My friend Roberta was ordained to today. It’s a start.
A well educated, mature woman, with a theology degree and a Ph. D., Roberta became Roman Catholic and sought her theological education at a time, fresh after Vatican II, when thousands of women thought that the Roman Catholic Church was going to start ordaining women to the priesthood any day now. In the meantime, Robert is a writer, teacher, and professional mediator.
Forty years after Vatican II, she’s still waiting, of course. I can’t help wondering if we are now all waiting for the present Pope to die for things to finally change, or for the church itself to die. Hmm.
Today Roberta was ordained as a Deacon, not a Priest— in the American Catholic Church, one of those independent churchbodies that traces their line back to the Old Catholics who broke with Rome in 1870 over last-straw dogmas which they would not accept: papal infallibility and the bodily assumption of Mary into heaven, etc.
Roberta was ordained in our Lutheran parish sanctuary, of course. Welcome, my friend to the original “old” Catholics – the churches of the Reformation, who have been waiting 500 years for reconciliation.
We have little to brag about, of course. We didn’t start ordaining women to the ministry in this country until 1970. It’s almost as if Vatican II made more of an impression on us than on the Roman Catholics. At any rate, 38 years is a long time to wait for ordination.
As desperately as the whole church of Christ needs servants and ministers, it continues to find ways to drag its feet. My friend Scott, an ELCA heterosexual seminary graduate, waited about two years for a call and ordination to serve a congregation. What as wrong with him? Is he chopped liver? And in the meantime, dozens of congregations in our geographic area are dragging their feet, unable to work the process to select and to call a Pastor. Why? Scott wanted a call very much, and continued to be a servant of the church in a non-ordained position while he was waiting. On hold, as it were.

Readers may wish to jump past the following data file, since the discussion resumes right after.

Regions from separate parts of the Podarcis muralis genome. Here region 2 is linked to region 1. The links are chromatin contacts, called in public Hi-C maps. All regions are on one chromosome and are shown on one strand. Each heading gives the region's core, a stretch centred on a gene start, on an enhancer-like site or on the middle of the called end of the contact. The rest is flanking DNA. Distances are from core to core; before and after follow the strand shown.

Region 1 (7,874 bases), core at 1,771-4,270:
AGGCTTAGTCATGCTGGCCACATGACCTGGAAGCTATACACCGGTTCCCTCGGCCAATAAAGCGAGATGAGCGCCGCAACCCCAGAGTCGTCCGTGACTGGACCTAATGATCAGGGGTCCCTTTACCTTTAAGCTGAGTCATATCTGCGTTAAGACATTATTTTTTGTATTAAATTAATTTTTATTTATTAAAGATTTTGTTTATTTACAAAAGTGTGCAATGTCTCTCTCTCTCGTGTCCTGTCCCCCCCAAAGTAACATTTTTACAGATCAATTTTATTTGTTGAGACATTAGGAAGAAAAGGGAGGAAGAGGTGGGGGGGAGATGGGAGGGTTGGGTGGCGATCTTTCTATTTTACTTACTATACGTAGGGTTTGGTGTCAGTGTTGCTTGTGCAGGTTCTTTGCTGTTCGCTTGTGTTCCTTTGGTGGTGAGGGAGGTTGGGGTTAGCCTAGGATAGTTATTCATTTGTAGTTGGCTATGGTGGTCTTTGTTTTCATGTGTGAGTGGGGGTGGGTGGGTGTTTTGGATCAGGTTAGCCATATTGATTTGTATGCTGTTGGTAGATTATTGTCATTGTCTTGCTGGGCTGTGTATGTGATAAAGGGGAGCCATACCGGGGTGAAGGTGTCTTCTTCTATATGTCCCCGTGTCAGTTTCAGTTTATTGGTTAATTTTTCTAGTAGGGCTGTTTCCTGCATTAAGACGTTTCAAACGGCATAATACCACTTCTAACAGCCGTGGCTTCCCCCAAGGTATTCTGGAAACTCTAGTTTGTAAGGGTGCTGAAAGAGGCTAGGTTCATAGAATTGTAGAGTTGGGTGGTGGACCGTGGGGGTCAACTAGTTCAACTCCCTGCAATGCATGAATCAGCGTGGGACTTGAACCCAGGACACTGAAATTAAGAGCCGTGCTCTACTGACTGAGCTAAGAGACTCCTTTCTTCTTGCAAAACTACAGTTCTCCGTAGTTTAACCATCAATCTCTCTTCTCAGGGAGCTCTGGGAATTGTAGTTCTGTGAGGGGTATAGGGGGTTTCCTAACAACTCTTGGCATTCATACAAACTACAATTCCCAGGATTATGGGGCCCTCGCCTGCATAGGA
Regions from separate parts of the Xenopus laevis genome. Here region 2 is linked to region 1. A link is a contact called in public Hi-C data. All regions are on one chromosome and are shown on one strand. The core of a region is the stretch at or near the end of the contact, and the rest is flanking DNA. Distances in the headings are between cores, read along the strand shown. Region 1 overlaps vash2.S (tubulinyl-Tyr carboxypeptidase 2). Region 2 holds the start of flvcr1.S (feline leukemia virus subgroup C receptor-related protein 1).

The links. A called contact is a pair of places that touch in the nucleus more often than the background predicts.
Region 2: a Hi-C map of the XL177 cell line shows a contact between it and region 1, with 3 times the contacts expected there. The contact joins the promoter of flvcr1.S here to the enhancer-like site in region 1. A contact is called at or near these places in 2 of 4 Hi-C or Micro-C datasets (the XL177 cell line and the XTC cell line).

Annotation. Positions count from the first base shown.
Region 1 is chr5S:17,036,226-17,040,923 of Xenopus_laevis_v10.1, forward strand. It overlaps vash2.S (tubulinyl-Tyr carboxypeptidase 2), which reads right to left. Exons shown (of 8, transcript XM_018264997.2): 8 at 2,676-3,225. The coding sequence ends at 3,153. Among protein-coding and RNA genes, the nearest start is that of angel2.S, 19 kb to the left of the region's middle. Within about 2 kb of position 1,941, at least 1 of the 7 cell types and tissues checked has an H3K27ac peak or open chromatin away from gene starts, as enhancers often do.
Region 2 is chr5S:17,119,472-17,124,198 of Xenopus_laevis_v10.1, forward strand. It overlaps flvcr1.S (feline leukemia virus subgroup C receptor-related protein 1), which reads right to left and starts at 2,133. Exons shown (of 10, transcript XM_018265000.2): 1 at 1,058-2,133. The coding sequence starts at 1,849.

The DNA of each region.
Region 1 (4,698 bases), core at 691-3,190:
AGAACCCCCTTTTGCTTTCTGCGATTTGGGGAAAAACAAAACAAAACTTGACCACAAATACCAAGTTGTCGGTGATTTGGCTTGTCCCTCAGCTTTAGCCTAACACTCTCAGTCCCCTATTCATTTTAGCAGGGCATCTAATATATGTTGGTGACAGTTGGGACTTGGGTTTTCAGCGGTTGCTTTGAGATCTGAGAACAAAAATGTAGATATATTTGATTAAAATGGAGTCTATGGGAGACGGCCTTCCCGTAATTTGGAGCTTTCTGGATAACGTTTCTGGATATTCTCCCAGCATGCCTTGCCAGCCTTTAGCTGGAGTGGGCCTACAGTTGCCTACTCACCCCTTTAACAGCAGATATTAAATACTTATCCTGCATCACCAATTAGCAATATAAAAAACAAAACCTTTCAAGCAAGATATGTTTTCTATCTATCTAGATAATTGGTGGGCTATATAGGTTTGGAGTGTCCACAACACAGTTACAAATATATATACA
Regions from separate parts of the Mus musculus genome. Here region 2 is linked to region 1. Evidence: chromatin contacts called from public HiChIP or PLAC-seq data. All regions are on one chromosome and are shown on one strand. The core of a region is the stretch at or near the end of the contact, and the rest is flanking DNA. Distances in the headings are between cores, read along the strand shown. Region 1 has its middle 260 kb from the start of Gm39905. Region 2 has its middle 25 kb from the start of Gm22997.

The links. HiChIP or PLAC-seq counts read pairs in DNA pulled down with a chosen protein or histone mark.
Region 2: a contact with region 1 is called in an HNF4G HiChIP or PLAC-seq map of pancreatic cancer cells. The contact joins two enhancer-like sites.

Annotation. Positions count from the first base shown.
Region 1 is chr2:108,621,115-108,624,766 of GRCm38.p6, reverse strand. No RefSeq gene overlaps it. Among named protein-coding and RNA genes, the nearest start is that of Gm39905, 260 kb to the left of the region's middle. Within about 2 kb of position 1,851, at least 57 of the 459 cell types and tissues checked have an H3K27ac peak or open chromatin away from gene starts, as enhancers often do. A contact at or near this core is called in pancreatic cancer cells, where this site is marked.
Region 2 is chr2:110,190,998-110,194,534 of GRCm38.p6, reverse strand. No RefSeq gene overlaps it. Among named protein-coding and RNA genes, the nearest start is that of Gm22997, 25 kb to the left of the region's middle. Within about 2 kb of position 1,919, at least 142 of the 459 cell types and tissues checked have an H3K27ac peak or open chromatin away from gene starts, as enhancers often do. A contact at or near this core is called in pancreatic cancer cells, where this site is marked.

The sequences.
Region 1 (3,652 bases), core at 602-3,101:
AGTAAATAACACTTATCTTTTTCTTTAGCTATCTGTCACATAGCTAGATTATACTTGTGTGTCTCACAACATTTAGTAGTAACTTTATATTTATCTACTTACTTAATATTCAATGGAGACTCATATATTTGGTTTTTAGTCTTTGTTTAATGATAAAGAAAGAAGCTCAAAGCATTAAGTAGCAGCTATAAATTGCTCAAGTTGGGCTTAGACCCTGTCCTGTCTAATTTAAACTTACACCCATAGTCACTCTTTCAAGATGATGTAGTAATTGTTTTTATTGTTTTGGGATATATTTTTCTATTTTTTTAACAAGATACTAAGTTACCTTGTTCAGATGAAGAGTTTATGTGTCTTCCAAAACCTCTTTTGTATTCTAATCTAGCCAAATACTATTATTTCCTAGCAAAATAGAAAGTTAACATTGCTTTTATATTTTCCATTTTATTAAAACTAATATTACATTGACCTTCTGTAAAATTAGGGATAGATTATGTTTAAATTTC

“Your Call is important to us. Please hold.” This seems to be the church’s message to its seminary graduates.
Then I got to thinking: Was there something wrong with this guy? I mean, did he fail some key courses? Does he have an attitude problem? Is he a closeted heretic? Why are they overlooking him? I finally asked him one day at a clergy gathering face-to-face, “Whom did you piss off?”
“That’s what I’m beginning to wonder,” he said with a sad chuckle in his voice.
Women routinely have to wait a long time to get the Call. And for their second call (if— God forbid—they should ever want or have to move on to a new opportunity to serve), there are “on hold” for a very long time.
It’s especially true of course for lesbian and gay, bisexual and transgender students and graduates and pastors. The institutional church has spent the same forty years ditzing around with its LGBT children.
“Are we welcome in the church, or not?”
“Well, yes, sorta,” they tell us.
“We have faith, and we have been loyal to a fault to an institution which really doesn’t know what to do with us, so are we welcome to participate fully in the life of the church or not?”
“Does that participation include professional ministry, under Call, as ordained servants of the servants of God?
“Your Call is important to us. Please continue to hold.”
It really isn’t a matter of whether the church will ever finish studying us, like butterflies pinned under glass. It is a matter of whether the church of Christ will ever get on with its mission to follow Jesus, serve people, and move on to new and exciting opportunities. But sadly, the institutional church seems to be incapable—institutionally—of carrying out real ministry and stepping up to anything new.
So here’s to you, Deacon Roberta. Congratulations!!
She has selected her area of missional concentration as a Diaconate for Spirituality and the Arts in the Los Feliz area of Hollywood/Los Angeles. I don’t think it’s been tried before, and of course there’s no money for it, but knowing Roberta, it will happen. Like thousands of women, minorities, lesbian and gay people, renegades and troublemakers within the body of Christ, she has the vision while the whole church seems to be blind. You go, Roberta!
—Pastor Dan Hooper, Los Angeles